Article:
Good table selection skills are important because the tables you play at directly affect your bottom line and your enjoyment. The players at your tables can help to make or break your sessions.
Listen to this podcast as you follow along below:
Who's At Your Table
You want to have Whales (LP fish) and Maniacs (overly loose and aggressive) at your tables because they’re easier to gain value from. They get to the flop too frequently with lots of weak hands, and they’re willing to put too much money in with sub-par made hands and draws.
It’s also good to have Nits and TAG’s at your table because they’re much easier to steal from. They fold a lot, both pre and post-flop, which helps you win more pots without showdowns.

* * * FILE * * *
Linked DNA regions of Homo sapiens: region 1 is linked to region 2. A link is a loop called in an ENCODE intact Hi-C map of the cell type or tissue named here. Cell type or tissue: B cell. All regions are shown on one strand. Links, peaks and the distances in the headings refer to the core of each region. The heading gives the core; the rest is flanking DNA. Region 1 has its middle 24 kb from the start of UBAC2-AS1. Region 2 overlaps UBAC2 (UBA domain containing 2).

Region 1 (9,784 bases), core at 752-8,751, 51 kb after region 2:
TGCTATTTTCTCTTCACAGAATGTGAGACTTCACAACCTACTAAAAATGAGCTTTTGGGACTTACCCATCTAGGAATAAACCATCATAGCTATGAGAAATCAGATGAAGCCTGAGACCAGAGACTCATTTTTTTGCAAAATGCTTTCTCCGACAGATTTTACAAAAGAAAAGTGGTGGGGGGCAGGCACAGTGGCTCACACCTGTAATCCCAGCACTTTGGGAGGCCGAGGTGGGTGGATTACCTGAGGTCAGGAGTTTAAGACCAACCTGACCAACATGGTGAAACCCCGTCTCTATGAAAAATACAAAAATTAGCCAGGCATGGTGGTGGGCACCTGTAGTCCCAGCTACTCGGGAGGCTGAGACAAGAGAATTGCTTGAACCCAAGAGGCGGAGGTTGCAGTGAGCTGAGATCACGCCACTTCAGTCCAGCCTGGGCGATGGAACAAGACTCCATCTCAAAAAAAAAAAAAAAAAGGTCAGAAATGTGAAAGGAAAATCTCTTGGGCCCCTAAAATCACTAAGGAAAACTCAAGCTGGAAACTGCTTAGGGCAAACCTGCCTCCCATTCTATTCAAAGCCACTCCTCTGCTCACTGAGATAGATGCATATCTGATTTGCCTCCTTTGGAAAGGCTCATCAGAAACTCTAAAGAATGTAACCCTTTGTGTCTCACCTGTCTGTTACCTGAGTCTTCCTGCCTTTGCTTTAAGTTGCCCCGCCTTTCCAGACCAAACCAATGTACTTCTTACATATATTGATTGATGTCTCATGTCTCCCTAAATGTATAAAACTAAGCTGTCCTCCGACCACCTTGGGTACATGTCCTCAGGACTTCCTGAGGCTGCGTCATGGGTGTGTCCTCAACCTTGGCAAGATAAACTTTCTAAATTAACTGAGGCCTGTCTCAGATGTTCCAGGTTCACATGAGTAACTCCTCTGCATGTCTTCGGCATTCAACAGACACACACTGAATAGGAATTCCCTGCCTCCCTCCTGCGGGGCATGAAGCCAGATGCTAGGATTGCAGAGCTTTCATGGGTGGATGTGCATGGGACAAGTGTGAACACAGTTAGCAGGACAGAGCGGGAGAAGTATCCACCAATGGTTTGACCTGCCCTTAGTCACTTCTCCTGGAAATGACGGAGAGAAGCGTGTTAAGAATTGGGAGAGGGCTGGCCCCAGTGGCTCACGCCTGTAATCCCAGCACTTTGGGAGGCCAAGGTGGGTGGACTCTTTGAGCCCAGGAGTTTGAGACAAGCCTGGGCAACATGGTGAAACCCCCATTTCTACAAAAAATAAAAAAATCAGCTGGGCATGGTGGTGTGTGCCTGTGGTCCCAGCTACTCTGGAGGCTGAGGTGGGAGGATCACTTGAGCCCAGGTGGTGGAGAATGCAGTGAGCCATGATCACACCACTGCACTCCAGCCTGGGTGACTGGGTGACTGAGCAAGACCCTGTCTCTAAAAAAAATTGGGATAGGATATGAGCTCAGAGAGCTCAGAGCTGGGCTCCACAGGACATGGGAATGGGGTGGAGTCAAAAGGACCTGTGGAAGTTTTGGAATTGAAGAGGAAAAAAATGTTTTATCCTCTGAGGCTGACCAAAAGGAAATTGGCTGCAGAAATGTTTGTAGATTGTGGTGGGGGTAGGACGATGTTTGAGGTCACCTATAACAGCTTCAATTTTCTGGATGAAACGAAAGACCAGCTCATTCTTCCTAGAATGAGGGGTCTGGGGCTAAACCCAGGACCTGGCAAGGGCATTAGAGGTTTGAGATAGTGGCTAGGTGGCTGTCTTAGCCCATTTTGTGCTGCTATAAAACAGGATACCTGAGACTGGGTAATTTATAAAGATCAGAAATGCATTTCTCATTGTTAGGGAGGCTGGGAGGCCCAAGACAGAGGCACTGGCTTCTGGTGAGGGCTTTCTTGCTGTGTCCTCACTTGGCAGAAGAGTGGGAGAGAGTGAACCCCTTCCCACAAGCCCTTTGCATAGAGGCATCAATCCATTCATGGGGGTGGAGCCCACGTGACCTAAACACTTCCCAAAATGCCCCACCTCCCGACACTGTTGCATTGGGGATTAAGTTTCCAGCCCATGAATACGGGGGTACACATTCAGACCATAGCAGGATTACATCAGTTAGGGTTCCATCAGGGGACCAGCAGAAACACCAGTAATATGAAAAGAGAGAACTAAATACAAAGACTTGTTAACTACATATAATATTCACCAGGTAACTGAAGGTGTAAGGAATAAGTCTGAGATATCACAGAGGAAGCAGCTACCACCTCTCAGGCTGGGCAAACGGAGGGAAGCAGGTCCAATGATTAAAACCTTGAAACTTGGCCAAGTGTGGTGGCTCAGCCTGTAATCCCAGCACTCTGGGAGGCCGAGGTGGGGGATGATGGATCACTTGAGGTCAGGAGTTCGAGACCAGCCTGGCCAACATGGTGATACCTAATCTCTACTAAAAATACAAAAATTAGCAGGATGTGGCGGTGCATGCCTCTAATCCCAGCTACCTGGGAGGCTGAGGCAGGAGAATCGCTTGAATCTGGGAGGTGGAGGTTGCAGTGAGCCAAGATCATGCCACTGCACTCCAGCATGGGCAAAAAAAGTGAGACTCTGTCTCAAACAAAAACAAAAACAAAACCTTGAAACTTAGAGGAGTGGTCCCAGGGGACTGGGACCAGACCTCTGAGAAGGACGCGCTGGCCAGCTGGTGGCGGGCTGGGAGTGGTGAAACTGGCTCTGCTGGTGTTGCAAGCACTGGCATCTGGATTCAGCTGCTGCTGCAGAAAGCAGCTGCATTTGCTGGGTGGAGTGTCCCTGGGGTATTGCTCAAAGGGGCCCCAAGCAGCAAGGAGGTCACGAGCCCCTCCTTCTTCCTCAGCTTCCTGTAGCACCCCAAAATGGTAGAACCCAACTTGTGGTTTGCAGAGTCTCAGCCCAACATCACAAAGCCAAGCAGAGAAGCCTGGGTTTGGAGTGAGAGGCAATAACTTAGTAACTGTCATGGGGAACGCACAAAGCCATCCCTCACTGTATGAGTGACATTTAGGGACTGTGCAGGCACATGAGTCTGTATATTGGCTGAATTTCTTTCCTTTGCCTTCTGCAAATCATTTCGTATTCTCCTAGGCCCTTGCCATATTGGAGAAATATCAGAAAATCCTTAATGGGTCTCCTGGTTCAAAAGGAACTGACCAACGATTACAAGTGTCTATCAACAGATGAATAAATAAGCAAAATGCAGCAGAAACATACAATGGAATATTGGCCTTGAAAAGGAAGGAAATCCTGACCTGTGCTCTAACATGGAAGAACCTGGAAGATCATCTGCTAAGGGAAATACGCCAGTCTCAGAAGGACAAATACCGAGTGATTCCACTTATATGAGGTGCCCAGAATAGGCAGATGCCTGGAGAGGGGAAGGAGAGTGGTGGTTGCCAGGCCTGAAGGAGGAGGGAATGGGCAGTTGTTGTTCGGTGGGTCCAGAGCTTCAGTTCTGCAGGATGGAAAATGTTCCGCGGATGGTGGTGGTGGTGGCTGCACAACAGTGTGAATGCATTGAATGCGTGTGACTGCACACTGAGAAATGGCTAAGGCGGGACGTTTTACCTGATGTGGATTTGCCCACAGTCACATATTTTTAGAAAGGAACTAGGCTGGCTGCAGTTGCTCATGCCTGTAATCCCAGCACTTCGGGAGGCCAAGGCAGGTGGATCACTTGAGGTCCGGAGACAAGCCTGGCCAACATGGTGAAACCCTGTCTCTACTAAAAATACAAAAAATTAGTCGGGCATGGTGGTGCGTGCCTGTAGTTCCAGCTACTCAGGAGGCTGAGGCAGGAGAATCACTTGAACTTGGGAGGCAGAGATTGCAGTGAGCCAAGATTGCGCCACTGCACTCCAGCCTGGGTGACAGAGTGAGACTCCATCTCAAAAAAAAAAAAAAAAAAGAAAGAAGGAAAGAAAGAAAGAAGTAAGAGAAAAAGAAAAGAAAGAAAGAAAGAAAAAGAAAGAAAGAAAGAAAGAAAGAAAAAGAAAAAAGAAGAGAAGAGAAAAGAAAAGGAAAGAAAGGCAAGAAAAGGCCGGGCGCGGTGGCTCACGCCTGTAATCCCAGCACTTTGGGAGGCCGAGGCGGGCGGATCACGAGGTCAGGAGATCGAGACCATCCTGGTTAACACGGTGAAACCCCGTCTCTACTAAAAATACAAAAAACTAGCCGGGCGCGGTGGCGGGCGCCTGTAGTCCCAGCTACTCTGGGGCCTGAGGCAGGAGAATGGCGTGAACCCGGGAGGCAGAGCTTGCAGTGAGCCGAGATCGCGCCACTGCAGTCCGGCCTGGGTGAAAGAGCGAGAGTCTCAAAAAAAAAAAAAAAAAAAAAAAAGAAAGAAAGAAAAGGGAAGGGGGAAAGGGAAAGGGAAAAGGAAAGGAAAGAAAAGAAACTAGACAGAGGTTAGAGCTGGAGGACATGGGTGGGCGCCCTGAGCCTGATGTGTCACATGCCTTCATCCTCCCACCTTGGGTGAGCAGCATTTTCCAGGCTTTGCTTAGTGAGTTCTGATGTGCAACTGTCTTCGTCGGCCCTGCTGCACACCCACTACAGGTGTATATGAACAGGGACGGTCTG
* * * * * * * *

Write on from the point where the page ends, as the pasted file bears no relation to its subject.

Winning LAG and TAG players are the least desirable to have at your table. You might not know right away if they’re a profitable player, but if you pay attention long enough, they’ll show you their skills and prove to you they’re winners. But, it’s not the end of the world if there are 1 or 2 at your table as long as they don’t have position on you.
And to speak a bit on just enjoyment, when is table fun? For me, it’s when I have weak players all around me who are easy to exploit and to play against. I dislike having good aggressive players on my left, so those are the tables I avoid.
Quickly recognize player types for better exploits:
Position Reigns Supreme!
Position is the most important advantage you can have at the table, so you want to select tables and seats where you have position on the LAG's and Maniacs because their natural aggression, if they have position on you, will limit the plays you can make and can cause for tilting situations. When you have position on them, they're less of a concern.